Almost everyone has, at some point, played with the deceptively simple puzzle that is a Rubik’s cube. Even before studying pure maths, we had heard about the idea of Group Theory through an interest in Rubik’s Cubes. Rubik’s Cubes are a common example in group theory because of the physical illustration of the mathematical idea of a group. A group is defined as a set equipped with an operation with elements composed into other elements, identity and inverse elements, as well as being associative. The elements of the group that defines a Rubik’s Cube are all the possible scrambles. The operations are generated by rotating faces of the cube, meaning algorithms that manipulate the cube in more specific ways can always be broken down into a collection of face turns. The identity of the Rubik’s is not moving the cube, which maintains the current scramble. The inverses are just rotating faces in opposite directions or composing those inverses as to undo a collection of moves; this can be thought of as undoing the moves of a scramble to solve the cube again. Finally, associativity can be thought of as the fact that any string of moves can be grouped together into collections of easy to do moves without affecting the algorithm, which is rather important for solving cubes quickly.
The reader may be wondering the exact mathematical construction of a Rubik’s Cube. For example, a clock is used to represent a group called the “cyclic group” because of the repeated cycles through the numbers. Similar to the jump in complexity of movement of the hand of a clock to the movement of pieces of a Rubik’s Cube, the group representing a Rubik’s Cube is too complex for the purpose of this article. For solving a Rubik’s Cube, it is not necessary to know the mechanical workings, but it can help gain a deeper understanding of the cube. The same concept will be applied to the group as the specific construction will not be necessary for following conclusions.
From a strictly mechanical standpoint, a 2x2 Rubik’s Cube is the same as a 3x3. A 2x2 functions as a 3x3 with smaller edges hidden behind larger corners. The same idea applies to the groups that define each of the different cubes. A quotient group is a group that can be obtained through sending elements of a group to the quotient group through an equivalence relation. For the quotient group Q = G/H, Q is constructed by sending elements of G that differ only by elements of H to the same element in Q. If G were to be the group of a 3x3 and we wanted to make Q a 2x2, how do we construct H. Thinking back to the physical way this is done, we want an operation that “hides” the edge pieces and only gives us corner pieces. The necessary group turns out to be the group of algorithms that move and rotate edge pieces of the Rubik’s Cube. The reader should check for understanding of the following: if all of the possible edge cases are equivalent, the equivalence classes can be represented as different possible corner positions, which is just a 2x2.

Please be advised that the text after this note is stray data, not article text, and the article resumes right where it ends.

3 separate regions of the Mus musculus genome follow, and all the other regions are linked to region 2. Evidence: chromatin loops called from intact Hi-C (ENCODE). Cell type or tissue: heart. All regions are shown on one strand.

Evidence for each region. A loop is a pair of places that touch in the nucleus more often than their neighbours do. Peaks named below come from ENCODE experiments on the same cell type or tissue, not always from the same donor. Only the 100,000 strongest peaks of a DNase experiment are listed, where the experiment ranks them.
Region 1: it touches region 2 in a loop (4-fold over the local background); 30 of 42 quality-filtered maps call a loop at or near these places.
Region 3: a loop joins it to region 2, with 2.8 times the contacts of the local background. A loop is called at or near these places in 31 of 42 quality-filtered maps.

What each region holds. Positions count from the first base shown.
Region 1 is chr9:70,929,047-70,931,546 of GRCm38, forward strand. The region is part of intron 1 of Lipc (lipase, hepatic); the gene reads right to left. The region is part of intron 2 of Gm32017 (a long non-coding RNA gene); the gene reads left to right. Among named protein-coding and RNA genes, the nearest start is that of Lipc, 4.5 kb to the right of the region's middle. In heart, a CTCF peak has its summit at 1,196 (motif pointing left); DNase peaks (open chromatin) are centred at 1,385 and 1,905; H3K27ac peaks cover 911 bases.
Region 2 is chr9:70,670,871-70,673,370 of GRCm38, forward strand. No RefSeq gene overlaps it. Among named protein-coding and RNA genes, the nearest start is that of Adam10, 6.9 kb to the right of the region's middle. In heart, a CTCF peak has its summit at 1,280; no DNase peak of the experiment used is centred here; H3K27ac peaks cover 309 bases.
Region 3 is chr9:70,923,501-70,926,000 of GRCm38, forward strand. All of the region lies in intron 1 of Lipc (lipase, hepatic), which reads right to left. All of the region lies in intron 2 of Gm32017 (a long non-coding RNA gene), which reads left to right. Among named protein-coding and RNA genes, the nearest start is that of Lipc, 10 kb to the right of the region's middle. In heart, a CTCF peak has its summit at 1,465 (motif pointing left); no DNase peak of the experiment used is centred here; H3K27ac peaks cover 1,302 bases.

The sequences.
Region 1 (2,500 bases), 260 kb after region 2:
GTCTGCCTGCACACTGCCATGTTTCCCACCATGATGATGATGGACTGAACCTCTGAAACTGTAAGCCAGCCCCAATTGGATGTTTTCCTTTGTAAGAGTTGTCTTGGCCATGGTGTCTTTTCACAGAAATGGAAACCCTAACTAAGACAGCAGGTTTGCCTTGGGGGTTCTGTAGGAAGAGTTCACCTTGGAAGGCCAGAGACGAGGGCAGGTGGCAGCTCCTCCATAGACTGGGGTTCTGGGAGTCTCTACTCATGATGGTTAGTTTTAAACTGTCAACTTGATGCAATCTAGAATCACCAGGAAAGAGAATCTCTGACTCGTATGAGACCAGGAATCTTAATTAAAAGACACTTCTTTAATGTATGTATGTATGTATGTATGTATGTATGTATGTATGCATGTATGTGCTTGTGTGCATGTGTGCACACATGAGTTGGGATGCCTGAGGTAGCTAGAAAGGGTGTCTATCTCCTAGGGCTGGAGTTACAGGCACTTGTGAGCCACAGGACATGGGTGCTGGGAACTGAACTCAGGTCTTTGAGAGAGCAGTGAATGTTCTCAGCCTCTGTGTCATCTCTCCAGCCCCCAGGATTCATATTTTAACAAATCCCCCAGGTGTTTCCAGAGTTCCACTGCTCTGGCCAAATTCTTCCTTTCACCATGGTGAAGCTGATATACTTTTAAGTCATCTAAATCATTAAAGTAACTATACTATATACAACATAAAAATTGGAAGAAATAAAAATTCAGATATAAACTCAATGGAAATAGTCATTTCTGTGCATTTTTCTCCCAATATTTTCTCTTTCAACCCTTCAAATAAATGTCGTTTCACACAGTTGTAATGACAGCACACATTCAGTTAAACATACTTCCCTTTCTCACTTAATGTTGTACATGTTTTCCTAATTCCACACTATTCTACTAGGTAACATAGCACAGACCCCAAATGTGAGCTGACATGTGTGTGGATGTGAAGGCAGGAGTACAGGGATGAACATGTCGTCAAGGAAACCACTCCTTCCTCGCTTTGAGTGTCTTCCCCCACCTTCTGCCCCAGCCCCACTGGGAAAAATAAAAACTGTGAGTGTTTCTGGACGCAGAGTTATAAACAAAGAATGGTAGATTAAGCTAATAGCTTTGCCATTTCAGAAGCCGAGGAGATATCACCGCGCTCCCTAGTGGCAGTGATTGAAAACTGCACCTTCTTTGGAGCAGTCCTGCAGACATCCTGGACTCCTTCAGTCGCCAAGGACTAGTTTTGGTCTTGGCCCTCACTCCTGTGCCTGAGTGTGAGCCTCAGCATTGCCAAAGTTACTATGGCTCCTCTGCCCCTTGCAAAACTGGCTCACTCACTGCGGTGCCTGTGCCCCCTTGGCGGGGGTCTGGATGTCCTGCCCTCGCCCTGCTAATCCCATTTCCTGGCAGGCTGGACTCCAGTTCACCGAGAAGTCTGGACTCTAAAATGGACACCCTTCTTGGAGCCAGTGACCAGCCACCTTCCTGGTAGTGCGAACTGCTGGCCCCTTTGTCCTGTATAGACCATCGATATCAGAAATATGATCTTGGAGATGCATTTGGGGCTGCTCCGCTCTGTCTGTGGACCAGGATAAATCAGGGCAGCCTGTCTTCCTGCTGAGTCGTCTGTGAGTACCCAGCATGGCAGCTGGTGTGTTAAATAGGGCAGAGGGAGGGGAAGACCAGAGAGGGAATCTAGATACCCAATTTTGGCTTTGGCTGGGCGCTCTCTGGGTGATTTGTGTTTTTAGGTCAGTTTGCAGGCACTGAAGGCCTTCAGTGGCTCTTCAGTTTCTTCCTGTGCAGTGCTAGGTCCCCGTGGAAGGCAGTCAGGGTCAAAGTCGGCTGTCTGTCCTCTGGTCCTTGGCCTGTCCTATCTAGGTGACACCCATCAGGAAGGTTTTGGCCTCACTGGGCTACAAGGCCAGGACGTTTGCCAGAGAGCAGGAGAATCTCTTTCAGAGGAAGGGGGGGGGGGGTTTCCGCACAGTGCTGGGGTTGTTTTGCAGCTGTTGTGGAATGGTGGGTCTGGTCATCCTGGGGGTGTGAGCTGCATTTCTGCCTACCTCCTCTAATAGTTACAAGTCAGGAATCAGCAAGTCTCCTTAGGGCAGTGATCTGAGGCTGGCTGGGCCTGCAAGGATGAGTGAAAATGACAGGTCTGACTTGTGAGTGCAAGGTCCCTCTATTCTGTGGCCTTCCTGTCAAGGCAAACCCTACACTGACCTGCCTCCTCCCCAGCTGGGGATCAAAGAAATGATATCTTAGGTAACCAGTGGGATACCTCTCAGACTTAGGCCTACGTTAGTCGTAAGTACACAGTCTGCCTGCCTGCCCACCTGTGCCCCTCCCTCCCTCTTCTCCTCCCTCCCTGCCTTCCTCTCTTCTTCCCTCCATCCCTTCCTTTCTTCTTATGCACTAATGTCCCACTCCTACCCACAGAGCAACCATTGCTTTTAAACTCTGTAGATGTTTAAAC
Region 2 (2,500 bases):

The last step to confirm that the results are mathematically sound is to confirm that the group of edge positions and orientations is a normal subgroup of the 3x3. A subgroup means that the edge positions are a subset of the total scrambles and that the moves on a 3x3 are moves on the set of edge positions, which can be checked through an understanding of the Rubik’s Cube itself. To be a “normal” subgroup, the edges must follow the property that the combination of any moves on the 3x3, then moving only edges, and then the inverse of the first moves results in moving edges. Since edges and corners are independent of each other, the corners are unaffected by the middle move and thus scrambled and solved by the first and last move. Only edges can change during this process, meaning that the subgroup of edges is normal.
It has taken groups, quotient groups, equivalence relations, and normal subgroups all to mathematically represent that simply ignoring edges on a 3x3 Rubik’s Cube leaves a 2x2. Armed with this knowledge, the reader may consider what other quotient groups can be created on a 3x3 by making other collections of scrambles equivalent. For example, can the group of moves that only move and rotate corners be treated the same why we treated the group of moves that only move and rotate edges?
Contributors: Joseph Brewster, David Staudinger